in a Crowded Place
Al dropped like a collapsible toy and ended up sitting on the floor with his face behind his hands. The creature he had become at the end was gone—he was all boy, just a boy.
The shock of Heather’s words was so great that it took Sam a moment to piece it all together.
This was what held Al here at the library, what had kept him from moving on after he fell to his death in the bell tower. He had killed his own brother.
And with the realization came a horrible feeling, a feeling of the deepest sympathy for Al. What he must have gone through. What he must still be going through.
Sam shucked her pack and sat on the floor beside him.
She already knew the truth. She said, “It was an accident, wasn’t it?”
Al sat with his elbows propped on his knees, his hands still covering his face. He was wracked with loud sobs, his head slowly rocking from side to side.
“You didn’t mean to do it,” Sam said.
At first he made no response, just kept sobbing and rocking.
Sam didn’t know what to say. She looked up at the others—Heather numb, Bartholomew Spire and Miss Blanket compassionate and concerned.
“I didn’t mean to do it,” Al finally said.
He fell silent, seeming to gain control of himself. He took his hands away from his face, stared at the ancient carpet on the floor.
“Jimmy and me were just horsing around,” he said. “It was raining like mad, the craziest weather you ever saw at Hallowe’en, and we were stuck inside. It was a Saturday, and Hallowe’en was just around the corner on Monday, and we were stuck inside.
“I just wanted to be left alone. I had a real good book out from the library, and when I was reading that I could lose myself a little bit and not think about all the stuff I could be doing if it wasn’t for that stupid rain. But Jimmy was bored, and he was pestering me like crazy. He wanted to build a puzzle, draw pictures, play cards, get me to watch TV with him. I kept telling him to bug off and leave me alone, but he wanted to play.”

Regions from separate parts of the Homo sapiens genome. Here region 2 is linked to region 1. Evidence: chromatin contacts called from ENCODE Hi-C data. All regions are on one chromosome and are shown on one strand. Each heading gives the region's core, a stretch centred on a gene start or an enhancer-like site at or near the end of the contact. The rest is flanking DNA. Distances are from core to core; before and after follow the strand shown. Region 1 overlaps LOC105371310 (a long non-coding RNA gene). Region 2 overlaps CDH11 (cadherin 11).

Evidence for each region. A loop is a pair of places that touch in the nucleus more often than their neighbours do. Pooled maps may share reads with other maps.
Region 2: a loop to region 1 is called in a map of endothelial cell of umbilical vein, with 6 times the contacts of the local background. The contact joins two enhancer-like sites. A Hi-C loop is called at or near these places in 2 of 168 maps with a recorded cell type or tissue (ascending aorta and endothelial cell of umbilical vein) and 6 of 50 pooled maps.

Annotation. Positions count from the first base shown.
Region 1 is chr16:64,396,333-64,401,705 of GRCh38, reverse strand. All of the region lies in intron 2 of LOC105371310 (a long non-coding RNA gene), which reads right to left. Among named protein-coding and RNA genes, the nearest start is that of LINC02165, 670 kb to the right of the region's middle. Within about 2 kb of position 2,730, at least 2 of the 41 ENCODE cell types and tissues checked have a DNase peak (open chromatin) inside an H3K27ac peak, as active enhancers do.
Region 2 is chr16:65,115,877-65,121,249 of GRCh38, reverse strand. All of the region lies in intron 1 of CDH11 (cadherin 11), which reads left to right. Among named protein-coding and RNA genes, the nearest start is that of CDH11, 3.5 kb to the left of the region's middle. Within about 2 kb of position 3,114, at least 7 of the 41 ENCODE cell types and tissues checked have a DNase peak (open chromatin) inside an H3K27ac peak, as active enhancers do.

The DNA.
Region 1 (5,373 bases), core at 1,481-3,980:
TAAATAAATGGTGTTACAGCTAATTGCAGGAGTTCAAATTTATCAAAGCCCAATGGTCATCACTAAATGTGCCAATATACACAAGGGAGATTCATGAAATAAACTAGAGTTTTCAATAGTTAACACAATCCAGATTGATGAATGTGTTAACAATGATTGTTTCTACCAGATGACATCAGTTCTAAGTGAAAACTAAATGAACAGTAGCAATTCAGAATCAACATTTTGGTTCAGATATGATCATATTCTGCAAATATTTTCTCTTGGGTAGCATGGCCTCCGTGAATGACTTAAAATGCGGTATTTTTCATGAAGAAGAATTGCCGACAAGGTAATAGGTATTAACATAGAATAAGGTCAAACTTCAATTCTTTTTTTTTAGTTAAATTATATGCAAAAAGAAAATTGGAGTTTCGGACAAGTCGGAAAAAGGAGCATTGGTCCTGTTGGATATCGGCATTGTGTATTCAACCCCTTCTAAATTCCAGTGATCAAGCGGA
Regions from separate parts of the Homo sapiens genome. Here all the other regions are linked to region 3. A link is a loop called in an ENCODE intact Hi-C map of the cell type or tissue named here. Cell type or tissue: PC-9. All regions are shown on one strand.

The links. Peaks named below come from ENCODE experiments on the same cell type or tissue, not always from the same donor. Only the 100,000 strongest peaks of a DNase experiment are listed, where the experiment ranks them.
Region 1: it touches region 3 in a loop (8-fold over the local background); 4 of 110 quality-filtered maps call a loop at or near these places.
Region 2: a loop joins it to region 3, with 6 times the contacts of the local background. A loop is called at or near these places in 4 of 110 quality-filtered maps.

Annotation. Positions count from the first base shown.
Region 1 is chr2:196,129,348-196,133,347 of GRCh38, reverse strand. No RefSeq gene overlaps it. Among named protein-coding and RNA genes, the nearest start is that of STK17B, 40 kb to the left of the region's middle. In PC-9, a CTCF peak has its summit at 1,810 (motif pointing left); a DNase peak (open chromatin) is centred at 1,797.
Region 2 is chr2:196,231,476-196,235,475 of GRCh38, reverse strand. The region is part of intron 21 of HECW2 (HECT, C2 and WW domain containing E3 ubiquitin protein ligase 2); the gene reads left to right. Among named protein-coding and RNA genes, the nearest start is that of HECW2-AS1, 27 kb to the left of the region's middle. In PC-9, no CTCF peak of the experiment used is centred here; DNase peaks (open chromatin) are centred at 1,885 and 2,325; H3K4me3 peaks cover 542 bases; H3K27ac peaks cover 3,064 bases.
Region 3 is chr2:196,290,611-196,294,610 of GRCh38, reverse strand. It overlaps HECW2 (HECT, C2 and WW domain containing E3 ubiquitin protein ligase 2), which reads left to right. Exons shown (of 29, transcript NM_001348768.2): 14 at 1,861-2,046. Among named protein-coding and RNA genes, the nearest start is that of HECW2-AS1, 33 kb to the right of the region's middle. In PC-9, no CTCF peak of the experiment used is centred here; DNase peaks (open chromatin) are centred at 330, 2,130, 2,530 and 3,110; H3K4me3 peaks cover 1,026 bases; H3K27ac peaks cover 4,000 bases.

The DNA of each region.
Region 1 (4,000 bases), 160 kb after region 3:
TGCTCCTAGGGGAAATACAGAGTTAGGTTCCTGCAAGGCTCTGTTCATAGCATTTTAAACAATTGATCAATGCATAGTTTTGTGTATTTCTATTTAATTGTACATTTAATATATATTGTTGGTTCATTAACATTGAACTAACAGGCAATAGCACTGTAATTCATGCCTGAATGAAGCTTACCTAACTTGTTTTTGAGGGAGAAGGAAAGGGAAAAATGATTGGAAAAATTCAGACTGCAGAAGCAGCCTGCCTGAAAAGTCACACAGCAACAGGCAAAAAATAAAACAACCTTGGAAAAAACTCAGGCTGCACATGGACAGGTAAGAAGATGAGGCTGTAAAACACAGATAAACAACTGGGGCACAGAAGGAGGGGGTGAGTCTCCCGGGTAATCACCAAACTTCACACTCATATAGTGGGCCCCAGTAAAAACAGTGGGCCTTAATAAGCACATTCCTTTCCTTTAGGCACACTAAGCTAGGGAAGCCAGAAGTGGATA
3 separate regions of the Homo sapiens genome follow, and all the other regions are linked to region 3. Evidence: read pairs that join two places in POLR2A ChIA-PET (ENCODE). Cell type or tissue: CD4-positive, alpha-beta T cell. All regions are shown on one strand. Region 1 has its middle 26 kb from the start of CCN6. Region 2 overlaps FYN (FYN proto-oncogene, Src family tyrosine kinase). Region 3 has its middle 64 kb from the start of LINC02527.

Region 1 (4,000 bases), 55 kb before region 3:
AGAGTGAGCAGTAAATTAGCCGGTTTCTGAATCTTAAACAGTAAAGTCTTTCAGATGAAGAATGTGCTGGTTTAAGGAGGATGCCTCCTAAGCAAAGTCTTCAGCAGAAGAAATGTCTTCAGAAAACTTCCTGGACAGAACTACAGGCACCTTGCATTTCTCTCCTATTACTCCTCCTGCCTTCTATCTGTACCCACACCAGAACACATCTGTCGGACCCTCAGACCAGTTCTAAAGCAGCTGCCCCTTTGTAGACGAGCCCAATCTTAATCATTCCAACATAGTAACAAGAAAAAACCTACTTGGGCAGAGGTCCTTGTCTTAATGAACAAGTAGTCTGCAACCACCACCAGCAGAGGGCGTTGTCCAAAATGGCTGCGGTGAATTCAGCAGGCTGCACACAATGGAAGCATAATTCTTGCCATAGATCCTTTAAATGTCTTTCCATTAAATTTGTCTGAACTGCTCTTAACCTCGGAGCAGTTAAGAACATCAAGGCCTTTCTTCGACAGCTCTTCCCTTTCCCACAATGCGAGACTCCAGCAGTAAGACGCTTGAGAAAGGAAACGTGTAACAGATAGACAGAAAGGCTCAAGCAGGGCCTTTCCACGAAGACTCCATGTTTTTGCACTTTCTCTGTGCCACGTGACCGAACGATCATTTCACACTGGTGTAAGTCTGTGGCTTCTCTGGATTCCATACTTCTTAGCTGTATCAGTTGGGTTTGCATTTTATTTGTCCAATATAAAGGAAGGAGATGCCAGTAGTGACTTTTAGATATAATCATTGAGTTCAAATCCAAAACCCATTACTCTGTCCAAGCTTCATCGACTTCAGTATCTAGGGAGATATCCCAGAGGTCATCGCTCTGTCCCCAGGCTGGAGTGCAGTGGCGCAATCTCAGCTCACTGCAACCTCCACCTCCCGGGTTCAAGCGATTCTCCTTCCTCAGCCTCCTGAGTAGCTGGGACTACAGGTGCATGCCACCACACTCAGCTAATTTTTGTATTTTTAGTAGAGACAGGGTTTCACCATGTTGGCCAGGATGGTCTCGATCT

Al seemed to be on the verge of tears again. “He was just a little kid. I was his big brother.”
“Just tell us what happened,” Miss Blanket said gently. “Tell it to yourself, and we’ll listen.”
Al seemed to regain control of himself.
“Eventually I got up to chase him off, but he just made a game out of it like we were playing tag or something. Every time I’d try to go back to my book he’d grab my arm and say, ‘C’mon, Al, C’mon, Al.’ He was driving me crazy.
“My dad had these guns in the living room, just stacked in a corner. He kept them unloaded and everything, but he used to go hunting and so they were always out and handy in the fall hunting season. I started acting tough with Jimmy. ‘You leave me alone, or I’ll just take one of these guns and shoot you!’ I said. And I picked one up, pointed it at him and pulled the trigger and pretended to shoot.”
This time Al did lose his control again, and sobbed.
“The kick of it landed me on the other side of the room. The gun was loaded and I killed Jimmy.”
Another long moment passed, as he sorted out his thoughts.
“Next thing I knew I was outside the house. I don’t remember leaving the house. I’ve tried and tried, but I don’t remember leaving the house. If I’d only just stayed there and picked up the phone everything would be different but there I was heading down the street. I had my book but I didn’t even grab my jacket and I was soaking wet from the rain. I don’t know what I was thinking, if I was thinking at all.”
Sam glanced up and was surprised by the warmth and pity that had come over Heather’s face. She could see sympathy etched onto the faces of Miss Blanket and Bartholomew, too—but they were somehow happy at the same time.
It took Sam a moment to figure that out, to realize how long they’d waited for this moment. How many spinning revolutions of the moon around the earth, of the earth around the sun, had they spent wanting to help and trying to find an answer to a question that could only be answered by only by Al himself?